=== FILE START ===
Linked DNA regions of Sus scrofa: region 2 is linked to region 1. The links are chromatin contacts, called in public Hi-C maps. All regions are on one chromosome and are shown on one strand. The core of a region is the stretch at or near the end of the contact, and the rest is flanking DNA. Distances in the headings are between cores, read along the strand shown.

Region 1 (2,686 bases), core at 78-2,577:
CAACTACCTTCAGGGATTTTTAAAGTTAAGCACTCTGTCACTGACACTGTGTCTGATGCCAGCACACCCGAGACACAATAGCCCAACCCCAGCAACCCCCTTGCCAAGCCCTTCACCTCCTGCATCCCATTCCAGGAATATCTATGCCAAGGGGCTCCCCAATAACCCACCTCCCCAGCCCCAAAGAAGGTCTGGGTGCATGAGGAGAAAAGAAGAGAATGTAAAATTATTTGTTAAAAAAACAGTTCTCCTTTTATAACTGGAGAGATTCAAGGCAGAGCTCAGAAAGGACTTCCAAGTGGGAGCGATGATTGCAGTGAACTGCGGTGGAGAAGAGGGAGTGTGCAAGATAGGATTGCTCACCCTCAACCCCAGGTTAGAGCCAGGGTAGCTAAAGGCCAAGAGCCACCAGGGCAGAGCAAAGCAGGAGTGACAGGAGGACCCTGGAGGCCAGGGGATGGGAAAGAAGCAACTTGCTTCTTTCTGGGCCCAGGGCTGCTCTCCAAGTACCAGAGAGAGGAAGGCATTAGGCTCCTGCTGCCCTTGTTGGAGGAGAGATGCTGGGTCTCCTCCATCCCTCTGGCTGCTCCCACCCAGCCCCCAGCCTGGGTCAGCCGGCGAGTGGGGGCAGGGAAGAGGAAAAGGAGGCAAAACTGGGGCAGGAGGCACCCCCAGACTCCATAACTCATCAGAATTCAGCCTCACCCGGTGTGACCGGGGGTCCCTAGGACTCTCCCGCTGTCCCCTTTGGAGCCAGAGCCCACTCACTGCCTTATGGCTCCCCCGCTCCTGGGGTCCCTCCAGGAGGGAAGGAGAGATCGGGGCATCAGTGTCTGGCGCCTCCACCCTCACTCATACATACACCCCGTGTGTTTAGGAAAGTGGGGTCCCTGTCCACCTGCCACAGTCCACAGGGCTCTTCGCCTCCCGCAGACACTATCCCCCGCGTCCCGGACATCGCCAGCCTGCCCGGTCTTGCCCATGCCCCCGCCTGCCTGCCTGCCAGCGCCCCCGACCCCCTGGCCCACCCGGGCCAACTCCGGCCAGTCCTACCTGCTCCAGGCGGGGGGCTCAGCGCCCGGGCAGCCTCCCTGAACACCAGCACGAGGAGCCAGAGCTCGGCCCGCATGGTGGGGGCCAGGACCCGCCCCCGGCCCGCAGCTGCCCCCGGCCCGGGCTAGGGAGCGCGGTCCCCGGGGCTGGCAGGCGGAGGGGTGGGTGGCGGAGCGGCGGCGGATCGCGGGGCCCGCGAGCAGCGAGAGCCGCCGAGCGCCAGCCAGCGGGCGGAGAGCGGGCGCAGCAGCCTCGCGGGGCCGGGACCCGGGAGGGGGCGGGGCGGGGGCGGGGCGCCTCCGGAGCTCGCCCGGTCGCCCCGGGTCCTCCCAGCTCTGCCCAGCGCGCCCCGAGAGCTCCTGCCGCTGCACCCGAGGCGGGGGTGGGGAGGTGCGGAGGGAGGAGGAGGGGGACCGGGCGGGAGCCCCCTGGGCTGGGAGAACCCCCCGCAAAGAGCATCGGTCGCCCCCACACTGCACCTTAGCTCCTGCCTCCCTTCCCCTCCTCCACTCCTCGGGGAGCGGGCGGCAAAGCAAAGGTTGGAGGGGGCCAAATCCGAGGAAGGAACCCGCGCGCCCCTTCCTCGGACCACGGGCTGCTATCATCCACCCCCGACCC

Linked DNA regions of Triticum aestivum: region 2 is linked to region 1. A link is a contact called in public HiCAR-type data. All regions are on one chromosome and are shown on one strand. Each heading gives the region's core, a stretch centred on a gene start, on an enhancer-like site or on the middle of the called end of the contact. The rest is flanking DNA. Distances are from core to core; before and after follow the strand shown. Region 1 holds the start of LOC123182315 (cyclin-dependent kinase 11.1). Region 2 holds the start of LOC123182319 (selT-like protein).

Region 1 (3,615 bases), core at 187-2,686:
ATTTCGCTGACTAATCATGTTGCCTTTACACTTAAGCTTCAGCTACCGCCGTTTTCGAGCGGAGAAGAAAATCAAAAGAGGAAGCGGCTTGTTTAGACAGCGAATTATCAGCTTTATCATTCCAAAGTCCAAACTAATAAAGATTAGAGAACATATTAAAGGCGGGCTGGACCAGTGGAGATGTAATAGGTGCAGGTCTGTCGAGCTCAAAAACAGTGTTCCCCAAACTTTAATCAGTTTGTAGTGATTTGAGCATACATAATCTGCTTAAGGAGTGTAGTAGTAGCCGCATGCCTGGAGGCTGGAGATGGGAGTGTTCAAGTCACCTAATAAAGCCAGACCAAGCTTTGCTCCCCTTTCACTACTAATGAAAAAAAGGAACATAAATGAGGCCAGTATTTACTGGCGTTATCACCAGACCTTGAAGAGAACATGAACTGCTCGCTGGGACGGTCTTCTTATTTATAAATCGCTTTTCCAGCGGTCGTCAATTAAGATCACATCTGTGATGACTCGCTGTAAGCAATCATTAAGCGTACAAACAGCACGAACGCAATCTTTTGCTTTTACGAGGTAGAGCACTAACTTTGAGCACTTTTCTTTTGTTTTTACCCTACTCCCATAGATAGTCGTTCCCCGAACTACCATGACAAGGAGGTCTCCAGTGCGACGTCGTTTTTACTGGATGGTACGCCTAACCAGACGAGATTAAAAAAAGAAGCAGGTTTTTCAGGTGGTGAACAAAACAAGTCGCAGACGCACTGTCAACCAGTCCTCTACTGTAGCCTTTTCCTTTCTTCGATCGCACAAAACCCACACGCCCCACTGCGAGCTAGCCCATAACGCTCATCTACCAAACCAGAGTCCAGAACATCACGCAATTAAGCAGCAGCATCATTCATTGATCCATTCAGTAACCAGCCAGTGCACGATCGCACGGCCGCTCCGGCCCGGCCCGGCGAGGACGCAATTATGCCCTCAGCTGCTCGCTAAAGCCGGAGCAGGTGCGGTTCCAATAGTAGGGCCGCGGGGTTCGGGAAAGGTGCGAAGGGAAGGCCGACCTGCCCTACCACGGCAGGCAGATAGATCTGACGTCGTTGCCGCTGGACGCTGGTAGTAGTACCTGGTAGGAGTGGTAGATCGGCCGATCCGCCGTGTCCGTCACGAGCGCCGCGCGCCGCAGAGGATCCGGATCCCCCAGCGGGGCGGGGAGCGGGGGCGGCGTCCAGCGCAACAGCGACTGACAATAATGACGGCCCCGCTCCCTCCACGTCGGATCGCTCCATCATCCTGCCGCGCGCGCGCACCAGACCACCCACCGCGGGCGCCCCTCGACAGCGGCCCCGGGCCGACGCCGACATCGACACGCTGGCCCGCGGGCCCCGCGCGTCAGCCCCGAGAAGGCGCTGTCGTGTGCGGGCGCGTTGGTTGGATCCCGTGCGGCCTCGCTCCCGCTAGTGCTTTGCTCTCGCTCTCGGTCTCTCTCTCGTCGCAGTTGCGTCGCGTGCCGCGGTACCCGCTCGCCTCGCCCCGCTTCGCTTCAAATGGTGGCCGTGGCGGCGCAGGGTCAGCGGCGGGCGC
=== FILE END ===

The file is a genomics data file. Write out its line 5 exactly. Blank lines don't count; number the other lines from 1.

Region 1 (3,615 bases), core at 187-2,686: